A phone’s branding is essential. Potential smartphone buyers don’t usually have the time to go through a spec sheet to see how one particular phone is better than the other. We’re drifting back into the era where almost all smartphones look exactly the same: glass and metal sandwiches (or sometimes glass on plastic) with two, three, or four cameras mounted on the back, and a display with either a notch or a hole-punch camera. This is where phone branding and marketing come into play, which, unfortunately, have become increasingly more confusing over the past year.
A keen-eyed enthusiast might be able to tell phones apart pretty easily: a smartphone’s spec sheet shows us what SoC a phone has, how much RAM and storage it has, and gives us a basic idea of how good the cameras will perform. An average smartphone buyer, though, will only tell them apart because of the superficial stuff: how it looks, the company that made it, and, of course, how it’s being branded, marketed, and sold. For reasons that don’t entirely appear obvious to us, though, smartphone OEMs have been quite intent on confusing consumers with overlapping names, disoriented product lines, and chaotic Ultra Plus Pro Max successors.
Most, if not all, Android OEMs have been guilty of doing this at some point. And this confusing mess of names is a lot worse than you’d think, especially if you look at the lower end of the smartphone spectrum, where phones are way cheaper and fancy features are not a priority. Sometimes, a smartphone will be sold with a certain name in a certain country, only for the manufacturer to release that same phone under a different name in a different country, further confusing people who try to look up basic information online. Heck, a lot of my non-tech-savvy friends have complained to me about this.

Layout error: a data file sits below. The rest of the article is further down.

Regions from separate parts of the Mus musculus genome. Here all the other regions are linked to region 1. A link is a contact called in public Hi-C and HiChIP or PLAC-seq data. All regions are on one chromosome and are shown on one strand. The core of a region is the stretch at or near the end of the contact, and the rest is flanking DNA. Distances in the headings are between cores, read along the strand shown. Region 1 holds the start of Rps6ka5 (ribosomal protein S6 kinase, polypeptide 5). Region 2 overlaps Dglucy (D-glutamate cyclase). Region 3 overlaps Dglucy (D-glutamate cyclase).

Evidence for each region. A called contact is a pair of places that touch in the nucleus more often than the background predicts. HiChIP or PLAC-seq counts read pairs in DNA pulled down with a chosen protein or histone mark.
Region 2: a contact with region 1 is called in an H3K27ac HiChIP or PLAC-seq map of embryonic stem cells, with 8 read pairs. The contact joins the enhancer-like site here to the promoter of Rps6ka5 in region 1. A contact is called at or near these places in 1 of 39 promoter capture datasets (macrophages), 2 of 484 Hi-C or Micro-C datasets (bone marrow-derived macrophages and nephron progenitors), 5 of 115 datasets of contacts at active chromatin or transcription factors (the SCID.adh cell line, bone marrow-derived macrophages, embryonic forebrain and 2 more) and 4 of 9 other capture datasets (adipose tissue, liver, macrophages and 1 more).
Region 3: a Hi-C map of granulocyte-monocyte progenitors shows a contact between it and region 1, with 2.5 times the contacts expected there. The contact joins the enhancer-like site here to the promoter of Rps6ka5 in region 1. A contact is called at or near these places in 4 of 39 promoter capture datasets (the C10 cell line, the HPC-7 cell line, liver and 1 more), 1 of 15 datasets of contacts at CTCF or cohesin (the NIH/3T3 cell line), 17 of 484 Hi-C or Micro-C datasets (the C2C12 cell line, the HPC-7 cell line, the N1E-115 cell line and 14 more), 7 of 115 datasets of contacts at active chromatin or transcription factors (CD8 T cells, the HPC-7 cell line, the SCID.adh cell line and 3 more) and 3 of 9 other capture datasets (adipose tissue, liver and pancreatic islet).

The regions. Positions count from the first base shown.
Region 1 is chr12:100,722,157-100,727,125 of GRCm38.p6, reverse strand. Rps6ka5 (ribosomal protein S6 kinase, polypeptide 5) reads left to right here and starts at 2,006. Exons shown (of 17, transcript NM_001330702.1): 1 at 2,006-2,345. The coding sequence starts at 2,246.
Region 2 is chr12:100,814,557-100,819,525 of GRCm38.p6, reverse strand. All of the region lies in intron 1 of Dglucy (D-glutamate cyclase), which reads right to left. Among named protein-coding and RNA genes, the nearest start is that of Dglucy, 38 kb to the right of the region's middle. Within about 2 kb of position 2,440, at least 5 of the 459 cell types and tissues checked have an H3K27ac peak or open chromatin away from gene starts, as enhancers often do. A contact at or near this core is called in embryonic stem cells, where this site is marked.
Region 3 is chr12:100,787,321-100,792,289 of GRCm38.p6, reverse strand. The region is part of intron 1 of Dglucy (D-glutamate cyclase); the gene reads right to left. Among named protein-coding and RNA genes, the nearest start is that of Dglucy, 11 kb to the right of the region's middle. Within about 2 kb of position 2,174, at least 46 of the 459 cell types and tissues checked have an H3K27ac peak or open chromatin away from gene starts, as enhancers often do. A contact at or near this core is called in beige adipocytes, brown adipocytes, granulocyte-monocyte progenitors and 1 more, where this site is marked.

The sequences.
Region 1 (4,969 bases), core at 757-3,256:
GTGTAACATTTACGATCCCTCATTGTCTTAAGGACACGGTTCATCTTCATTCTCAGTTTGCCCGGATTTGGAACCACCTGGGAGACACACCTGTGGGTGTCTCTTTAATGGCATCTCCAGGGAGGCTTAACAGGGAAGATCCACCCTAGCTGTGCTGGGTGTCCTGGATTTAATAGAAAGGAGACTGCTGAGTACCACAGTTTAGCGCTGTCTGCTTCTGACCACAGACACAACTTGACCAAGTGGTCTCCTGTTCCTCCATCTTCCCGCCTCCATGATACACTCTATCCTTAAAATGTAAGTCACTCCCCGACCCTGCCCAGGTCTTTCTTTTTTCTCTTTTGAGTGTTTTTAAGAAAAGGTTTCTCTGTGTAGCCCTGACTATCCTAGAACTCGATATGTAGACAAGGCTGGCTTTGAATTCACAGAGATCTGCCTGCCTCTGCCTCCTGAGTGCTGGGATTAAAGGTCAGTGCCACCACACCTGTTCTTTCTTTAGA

Today, we’ll look at some examples of OEMs that need to get their stuff together when it comes to branding. Then, we’ll look at how they can improve by looking at companies that are getting branding right (at least for the most part.)
Who’s getting it wrong?
Xiaomi’s naming convention used to be pretty simple. We had budget-conscious smartphones under the Redmi line, and those were categorized pretty easily: You had the series’ number that indicates which generation your phone belongs to, and then you had the phones themselves which were divided by a series of prefixes and suffixes. The A suffix is the cheapest one out of the barrel, the C suffix is one tier above that, and no suffix is one tier above that. And then, we have the Redmi Note and Note Pro series, which are the more premium ones out of the brand. So for the Redmi 9 series, we’d have the Redmi 9A, the Redmi 9C, the Redmi 9, the Redmi Note 9, and the Redmi Note 9 Pro, ordered from the lowest-end to the highest-end. The Mi and the discontinued Mi Note lineups would then sit above this as the more premium offerings. Pretty easy, right?
Well, it’s not that simple. That’s because we haven’t looked at regional variants yet.
The worst offenders here are Xiaomi’s smartphones sold in India. If you ask for a Redmi 9 in India and a Redmi 9 in Europe, you’ll get two entirely different phones. The Redmi 9 in India (and also the POCO C3 with some changes) is actually known as the Redmi 9C in the rest of the world, and there are no phones sold in India under the Redmi 9C branding. If you’re in India and looking for the phone that’s sold as the Redmi 9 in the rest of the world, you’ll discover that it’s called the Redmi 9 Prime in India.